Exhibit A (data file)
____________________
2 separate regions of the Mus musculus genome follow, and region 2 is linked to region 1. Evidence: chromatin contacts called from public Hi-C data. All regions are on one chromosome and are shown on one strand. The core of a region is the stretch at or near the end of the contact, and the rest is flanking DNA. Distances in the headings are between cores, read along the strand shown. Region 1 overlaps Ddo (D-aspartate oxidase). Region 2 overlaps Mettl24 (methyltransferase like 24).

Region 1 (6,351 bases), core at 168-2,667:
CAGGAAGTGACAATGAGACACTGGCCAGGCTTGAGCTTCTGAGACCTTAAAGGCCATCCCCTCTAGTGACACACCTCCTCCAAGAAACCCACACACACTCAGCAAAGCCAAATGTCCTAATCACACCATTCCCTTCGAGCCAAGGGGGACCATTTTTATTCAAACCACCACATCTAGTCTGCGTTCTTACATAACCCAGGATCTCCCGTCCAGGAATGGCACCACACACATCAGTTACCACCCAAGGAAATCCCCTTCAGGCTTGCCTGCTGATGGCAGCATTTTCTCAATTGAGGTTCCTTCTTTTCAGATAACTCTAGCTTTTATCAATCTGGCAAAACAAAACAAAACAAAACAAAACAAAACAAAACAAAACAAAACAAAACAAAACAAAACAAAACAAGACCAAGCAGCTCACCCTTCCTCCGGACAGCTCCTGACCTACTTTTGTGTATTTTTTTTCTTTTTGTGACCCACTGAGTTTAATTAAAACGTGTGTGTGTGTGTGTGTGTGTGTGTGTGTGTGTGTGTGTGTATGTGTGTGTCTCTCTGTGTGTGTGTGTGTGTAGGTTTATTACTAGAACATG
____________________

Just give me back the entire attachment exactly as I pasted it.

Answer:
2 separate regions of the Mus musculus genome follow, and region 2 is linked to region 1. Evidence: chromatin contacts called from public Hi-C data. All regions are on one chromosome and are shown on one strand. The core of a region is the stretch at or near the end of the contact, and the rest is flanking DNA. Distances in the headings are between cores, read along the strand shown. Region 1 overlaps Ddo (D-aspartate oxidase). Region 2 overlaps Mettl24 (methyltransferase like 24).

Region 1 (6,351 bases), core at 168-2,667:
CAGGAAGTGACAATGAGACACTGGCCAGGCTTGAGCTTCTGAGACCTTAAAGGCCATCCCCTCTAGTGACACACCTCCTCCAAGAAACCCACACACACTCAGCAAAGCCAAATGTCCTAATCACACCATTCCCTTCGAGCCAAGGGGGACCATTTTTATTCAAACCACCACATCTAGTCTGCGTTCTTACATAACCCAGGATCTCCCGTCCAGGAATGGCACCACACACATCAGTTACCACCCAAGGAAATCCCCTTCAGGCTTGCCTGCTGATGGCAGCATTTTCTCAATTGAGGTTCCTTCTTTTCAGATAACTCTAGCTTTTATCAATCTGGCAAAACAAAACAAAACAAAACAAAACAAAACAAAACAAAACAAAACAAAACAAAACAAAACAAAACAAGACCAAGCAGCTCACCCTTCCTCCGGACAGCTCCTGACCTACTTTTGTGTATTTTTTTTCTTTTTGTGACCCACTGAGTTTAATTAAAACGTGTGTGTGTGTGTGTGTGTGTGTGTGTGTGTGTGTGTGTGTATGTGTGTGTCTCTCTGTGTGTGTGTGTGTGTAGGTTTATTACTAGAACATG